June 19, 2021

Is the German Government Using Malware to Lawfully Spy on its Citizens?

(LiveHacking.Com) – The largest European hackers club, the Chaos Computer Club (CCC), has published details of a malware program that is lawfully used by the German police force to intercept and record Skype conversations, capture screenshots and grant back door access to the infected PC.

Although the German lawmakers have outlawed the state sponsored use of malware to manipulate German citizen’s PCs, the German government does allow something known as “source wiretapping” (Quellen-TKÜ) to monitor internet telephony. It seems that this malware known as Bundestrojaner (Federal Trojan horse) is used for such wiretaps.

The malware has now been independently verified by Sophos who have confirmed that the malware has the following functionality:

  • The Trojan can eavesdrop on several communication applications – including Skype, MSN Messenger and Yahoo Messenger.
  • The Trojan can log keystrokes in Firefox, Opera, Internet Explorer and SeaMonkey.
  • The Trojan can take JPEG screenshots of what appears on users’ screens and record Skype audio calls.
  • The Trojan attempts to communicate with a remote website.
Furthermore is seems that the malware exceeds the remit allowed under Quellen-TKÜ:

The CCC analysis reveals functionality in the Bundestrojaner go much further than to just observe and intercept internet based telecommunication, and thus violates the terms set by the constitutional court. The trojan can, for example, receive uploads of arbitrary programs from the Internet and execute them remotely. This means, an “upgrade path” from Quellen-TKÜ to the full Bundestrojaner’s functionality is built-in right from the start. Activation of the computer’s hardware like microphone or camera can be used for room surveillance.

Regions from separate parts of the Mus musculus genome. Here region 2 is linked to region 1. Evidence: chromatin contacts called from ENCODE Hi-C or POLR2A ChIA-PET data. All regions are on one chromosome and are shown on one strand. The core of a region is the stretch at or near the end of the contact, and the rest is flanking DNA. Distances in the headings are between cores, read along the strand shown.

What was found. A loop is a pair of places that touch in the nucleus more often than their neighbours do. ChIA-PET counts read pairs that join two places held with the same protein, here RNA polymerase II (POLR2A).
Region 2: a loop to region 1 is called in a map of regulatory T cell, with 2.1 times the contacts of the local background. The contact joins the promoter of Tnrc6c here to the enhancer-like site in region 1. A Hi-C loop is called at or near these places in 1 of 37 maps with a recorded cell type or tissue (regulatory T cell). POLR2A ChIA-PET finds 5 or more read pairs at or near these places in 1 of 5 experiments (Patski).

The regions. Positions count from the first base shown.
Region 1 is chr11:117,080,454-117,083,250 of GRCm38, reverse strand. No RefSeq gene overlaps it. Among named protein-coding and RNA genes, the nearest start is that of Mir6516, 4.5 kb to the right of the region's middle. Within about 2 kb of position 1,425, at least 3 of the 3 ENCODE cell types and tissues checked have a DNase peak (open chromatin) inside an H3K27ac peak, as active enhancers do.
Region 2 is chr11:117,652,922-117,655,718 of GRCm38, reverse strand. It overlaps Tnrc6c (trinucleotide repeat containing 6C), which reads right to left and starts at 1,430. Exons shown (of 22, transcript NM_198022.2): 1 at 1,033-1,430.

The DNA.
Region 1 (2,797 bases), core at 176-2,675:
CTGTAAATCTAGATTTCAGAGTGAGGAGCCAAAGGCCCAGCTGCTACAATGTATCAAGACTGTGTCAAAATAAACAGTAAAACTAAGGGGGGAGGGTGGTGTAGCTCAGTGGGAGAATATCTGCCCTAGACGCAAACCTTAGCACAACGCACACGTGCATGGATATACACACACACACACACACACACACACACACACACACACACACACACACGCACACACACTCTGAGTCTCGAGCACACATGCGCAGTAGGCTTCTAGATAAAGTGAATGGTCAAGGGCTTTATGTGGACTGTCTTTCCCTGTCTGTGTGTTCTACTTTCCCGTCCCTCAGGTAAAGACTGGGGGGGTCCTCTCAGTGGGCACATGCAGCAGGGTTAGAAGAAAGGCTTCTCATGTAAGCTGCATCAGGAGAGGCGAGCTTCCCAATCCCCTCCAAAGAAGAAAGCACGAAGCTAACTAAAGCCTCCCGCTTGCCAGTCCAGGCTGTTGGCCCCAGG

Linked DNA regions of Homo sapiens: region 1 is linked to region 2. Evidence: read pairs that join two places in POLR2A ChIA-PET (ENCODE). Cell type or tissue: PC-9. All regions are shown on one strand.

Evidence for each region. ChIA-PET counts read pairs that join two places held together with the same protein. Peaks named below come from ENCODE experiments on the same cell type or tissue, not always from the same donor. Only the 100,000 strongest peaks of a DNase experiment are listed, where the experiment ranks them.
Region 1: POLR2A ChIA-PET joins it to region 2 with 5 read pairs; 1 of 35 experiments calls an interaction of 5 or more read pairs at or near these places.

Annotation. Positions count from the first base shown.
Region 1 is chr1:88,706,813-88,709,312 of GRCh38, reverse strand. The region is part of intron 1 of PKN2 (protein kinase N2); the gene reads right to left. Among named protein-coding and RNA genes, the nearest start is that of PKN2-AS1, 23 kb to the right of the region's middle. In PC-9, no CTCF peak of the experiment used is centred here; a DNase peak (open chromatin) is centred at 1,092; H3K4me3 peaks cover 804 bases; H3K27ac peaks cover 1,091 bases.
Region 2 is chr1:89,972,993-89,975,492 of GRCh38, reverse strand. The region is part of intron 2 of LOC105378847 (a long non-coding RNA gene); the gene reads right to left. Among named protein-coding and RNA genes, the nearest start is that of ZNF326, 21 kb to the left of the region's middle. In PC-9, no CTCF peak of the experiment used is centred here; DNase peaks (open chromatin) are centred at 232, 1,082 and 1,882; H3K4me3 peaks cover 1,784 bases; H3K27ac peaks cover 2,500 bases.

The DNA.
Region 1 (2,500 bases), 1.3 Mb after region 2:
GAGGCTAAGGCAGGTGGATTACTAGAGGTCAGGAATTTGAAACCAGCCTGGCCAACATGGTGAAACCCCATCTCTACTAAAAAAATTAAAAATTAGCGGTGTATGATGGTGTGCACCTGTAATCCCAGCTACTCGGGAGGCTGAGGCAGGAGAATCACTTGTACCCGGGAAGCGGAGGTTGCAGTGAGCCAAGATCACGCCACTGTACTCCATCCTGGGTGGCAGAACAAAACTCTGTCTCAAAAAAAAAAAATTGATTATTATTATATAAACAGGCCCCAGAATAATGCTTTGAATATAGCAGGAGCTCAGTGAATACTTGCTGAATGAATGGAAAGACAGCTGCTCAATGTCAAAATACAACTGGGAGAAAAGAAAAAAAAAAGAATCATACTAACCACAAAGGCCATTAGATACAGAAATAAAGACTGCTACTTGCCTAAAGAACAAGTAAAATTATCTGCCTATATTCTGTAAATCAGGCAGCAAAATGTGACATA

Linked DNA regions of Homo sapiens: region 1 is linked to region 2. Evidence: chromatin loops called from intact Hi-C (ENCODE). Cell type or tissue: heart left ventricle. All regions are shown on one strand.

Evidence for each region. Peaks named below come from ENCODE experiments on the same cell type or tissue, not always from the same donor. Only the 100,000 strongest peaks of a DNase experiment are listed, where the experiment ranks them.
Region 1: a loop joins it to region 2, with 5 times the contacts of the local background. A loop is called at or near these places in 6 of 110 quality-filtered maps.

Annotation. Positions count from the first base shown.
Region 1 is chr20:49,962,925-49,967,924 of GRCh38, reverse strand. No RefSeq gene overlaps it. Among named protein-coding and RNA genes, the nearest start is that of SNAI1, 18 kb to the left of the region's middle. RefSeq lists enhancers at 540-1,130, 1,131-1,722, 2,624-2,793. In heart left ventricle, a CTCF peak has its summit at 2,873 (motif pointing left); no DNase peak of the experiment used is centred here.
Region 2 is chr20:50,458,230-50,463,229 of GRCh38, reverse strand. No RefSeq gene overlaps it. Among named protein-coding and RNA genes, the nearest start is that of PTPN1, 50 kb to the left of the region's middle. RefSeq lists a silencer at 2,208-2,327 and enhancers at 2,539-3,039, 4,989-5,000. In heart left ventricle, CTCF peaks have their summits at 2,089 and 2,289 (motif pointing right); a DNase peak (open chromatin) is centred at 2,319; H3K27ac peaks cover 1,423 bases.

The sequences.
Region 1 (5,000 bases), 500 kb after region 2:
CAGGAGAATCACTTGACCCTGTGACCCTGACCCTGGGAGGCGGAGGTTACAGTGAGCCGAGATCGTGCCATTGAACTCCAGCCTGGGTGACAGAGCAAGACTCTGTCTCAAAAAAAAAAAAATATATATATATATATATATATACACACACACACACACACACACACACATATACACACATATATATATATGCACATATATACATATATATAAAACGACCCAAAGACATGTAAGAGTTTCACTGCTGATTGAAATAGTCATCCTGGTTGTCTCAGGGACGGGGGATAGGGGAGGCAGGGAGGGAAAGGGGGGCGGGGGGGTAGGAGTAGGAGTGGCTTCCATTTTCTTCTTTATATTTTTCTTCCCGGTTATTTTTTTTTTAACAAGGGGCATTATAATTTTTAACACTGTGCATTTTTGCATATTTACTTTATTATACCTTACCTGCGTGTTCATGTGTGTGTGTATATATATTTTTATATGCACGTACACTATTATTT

As well as the political, privacy and constitutional problems with Bundestrojaner, it also transpires that the malware has significant design and implementation flaws making all of the functionality available to anyone on the internet.

The government malware can, unchecked by a judge, load extensions by remote control, to use the trojan for other functions, including but not limited to eavesdropping. This complete control over the infected PC – owing to the poor craftsmanship that went into this trojan –  is open not just to the agency that put it there, but to everyone. It could even be used to upload falsified “evidence” against the PC’s owner, or to delete files, which puts the whole rationale for this method of investigation into question.

There remains however questions over the authorship of the malware. Was it really written and deployed by the German police? So far all the CCC can prove is that “it has been found in the wild and submitted to the CCC anonymously.”